Looking around it is plain to see that so many of us out there lead hectic, over-scheduled lives. Twenty-four hours just does not seem sufficient to do everything we need to do in a day. Many of my clients express a desire for an additional hour, or two, or twelve--particularly parents. Having heard about the importance of early childhood experiences and their impact on development and attachments, parents/caregivers worry that the amount of time they spend with their child(ren) won’t be enough.
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When I work with couples, one of the earliest things we do is look at how we communicate. We begin with the basics of starting to look at our words and tone so that we can hear and understand each other. As we get deeper into our process we begin to look at something far more challenging, and potentially more destructive than our words. We begin to look at our assumptions.
The diagnosis of a chronic and/or life-limiting illness in a child can overwhelm a family. While parents are coping with their own grief and fears, they also have much to learn and many decisions to make. One of the biggest challenges they face is how to talk to the child about the illness.
You can’t dig your way out of a hole. Think about it. You are in a hole and you keep digging. What happens? Eventually, the hole gets so deep that you can’t throw the dirt out of the hole anymore and it just keeps falling back down around you. If you start to dig sideways, the integrity of the walls weakens and risks falling in around you. What should you do?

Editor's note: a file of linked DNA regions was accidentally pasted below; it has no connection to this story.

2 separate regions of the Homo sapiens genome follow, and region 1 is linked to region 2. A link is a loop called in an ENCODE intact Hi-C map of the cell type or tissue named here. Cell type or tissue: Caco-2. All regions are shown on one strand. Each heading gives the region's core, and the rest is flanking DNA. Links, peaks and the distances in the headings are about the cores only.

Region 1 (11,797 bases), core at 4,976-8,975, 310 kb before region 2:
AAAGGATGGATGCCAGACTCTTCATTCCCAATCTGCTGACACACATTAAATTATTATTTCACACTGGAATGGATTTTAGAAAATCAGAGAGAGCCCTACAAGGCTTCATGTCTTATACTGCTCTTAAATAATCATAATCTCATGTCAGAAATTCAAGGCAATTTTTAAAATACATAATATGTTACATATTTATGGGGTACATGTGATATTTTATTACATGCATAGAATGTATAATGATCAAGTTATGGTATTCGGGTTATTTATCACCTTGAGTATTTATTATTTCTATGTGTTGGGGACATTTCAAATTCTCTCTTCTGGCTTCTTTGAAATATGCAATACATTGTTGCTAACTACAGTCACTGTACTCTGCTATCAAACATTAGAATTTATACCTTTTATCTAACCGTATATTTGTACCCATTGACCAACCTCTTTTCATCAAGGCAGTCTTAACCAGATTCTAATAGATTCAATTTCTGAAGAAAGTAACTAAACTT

Divorce isn’t easy on anyone. When you are getting divorced with children, trying to minimize the amount of change and disruption can be overwhelming. Nesting is where the children stay in the family home and the parents take turns coming in and out according to the parenting schedule. Think of it as the kids have custody of the parents who come home and then go to the other house! Nesting is not for everyone and is fraught with difficulties, but when the situation works, there are great benefits.
Divorce is never easy on anyone. When you have children, it is even more complex. How you make decisions to navigate the divorce process and ensure your children are as insulated as possible will take special insight and a tremendous amount of personal resiliency.
Bringing a new baby into the family is an exciting time. We celebrate the newness of life and have hope for the future. People are curious about the delivery and the birth story. Parents are excited and siblings are cautious (at best).
Many women are searching for romantic relationships that provide love, acceptance, respect, desire, emotional security, passion and intimacy, and understanding. These are building blocks of what is perceived as a “healthy” relationship. Why then, do women everywhere, choose to stay in relationships that no longer meet these basic needs? Several factors may contribute to this process, which will be further explored and discussed in this blog. I am dedicating this blog to all the women who need words of encouragement and motivation towards empowerment and self-advocacy.